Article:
THE WINE COUNTRY Film Festival screens films in Sonoma County Aug. 5 through Aug. 16 at two locations: the Sebastiani Theatre, 476 First St. E., Sonoma; and Valley of the Moon Cinema, Jack London State Park, Glen Ellen.
For more information, call the festival hotline at 935-3456.
Dozens of films from all over the world fill the big screen during the festival. So how in the world are you going to pick which ones to see?
Start by checking out these two hot picks:
Here is a lighthearted movie about a painful truth: Sometimes, no matter how hard you try, you lose. Carlos (played by Vicente Ramos Bermudez) is a Guatemalan immigrant who has washed dishes 12 hours a day for two long years to send money back to his wife, Luisa, in Guatemala. As the film opens, Carlos is finishing his last day of work and preparing to return home to enjoy the good life his Herculean effort has made possible. But, naturally, things go awry: Fickle Luisa (Wendy Latta) has grown tired of waiting and run off to Texas with an American lover and the hard-earned money. Carlos–torn between love and outrage–goes after her, accompanied by his 20-something Anglo waiter friend Tony (Philip Marino). As a road movie, buddy flick, and exploration of racial tensions, Midnight Mambo is unabashedly ambitious. The pleasant surprise is that, despite a few rough spots,writer/director/actor Philip Marino has foiled fate to deliver a winning story. Midnight Mambo screens Thursday, Aug. 6, at 5 p.m. at the Sebastiani Theatre in Sonoma.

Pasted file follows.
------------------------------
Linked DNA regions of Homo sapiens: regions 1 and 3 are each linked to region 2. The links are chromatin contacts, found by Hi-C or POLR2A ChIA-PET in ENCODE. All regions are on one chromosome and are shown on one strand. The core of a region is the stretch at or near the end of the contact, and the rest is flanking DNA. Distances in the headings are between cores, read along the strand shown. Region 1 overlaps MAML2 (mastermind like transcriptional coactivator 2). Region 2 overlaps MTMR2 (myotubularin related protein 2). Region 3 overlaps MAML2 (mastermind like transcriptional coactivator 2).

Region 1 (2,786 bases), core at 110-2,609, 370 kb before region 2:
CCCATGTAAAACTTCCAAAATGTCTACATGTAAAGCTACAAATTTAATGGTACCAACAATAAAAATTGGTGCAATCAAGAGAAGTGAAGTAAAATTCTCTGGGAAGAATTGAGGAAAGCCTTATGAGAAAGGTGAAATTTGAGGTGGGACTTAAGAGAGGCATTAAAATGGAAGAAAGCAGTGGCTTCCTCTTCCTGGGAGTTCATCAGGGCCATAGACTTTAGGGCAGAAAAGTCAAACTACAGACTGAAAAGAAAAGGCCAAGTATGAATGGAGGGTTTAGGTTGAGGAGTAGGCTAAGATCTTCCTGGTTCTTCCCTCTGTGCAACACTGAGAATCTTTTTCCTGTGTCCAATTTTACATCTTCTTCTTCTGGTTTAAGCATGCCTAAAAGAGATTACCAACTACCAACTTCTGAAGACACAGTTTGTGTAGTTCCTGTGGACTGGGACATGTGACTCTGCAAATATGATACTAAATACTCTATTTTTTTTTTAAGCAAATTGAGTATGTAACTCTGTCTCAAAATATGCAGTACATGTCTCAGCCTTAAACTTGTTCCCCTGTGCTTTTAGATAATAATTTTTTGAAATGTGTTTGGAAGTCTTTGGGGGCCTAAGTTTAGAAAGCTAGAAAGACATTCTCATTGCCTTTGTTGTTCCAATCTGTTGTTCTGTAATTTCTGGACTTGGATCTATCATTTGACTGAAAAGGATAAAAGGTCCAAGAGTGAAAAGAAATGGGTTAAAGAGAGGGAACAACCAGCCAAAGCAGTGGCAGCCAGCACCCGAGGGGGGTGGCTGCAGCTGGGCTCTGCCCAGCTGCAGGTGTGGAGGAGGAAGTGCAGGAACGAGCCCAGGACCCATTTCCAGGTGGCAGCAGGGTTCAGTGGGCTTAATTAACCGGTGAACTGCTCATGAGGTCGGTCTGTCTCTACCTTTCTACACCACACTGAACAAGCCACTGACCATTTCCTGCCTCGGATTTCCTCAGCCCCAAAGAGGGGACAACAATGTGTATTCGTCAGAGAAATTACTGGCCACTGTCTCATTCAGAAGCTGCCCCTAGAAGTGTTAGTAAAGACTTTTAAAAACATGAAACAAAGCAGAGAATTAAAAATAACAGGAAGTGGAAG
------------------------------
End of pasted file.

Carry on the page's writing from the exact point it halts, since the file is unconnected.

Slacker comedies–including Slackers and Clerks–are cynical by nature, right? Not in the hands of the writer/director team of Alex Mindt and Randall Harvey. Their engaging romantic comedy Nowheresville–which makes its world premiere at the 1998 Wine Country Film Festival–is warm and funny, tough and tender, as it explores the madness of love. The film follows Tom (Henry Lubatti), a hapless Seattle ferryboat worker who drifts in an emotional limbo while trying to summon the courage to propose marriage to his live-in girlfriend. Love triangle? You bet. Unexpected twists prevail. Forget everything you know about slacker comedies–this is a low-budget indie film with a lot of heart. Nowheresville screens Thursday, Aug. 6, at 9 p.m. (under a full moon) at Jack London State Park in Glen Ellen.
From the July 30-Aug. 5, 1998 issue of the Sonoma County Independent.
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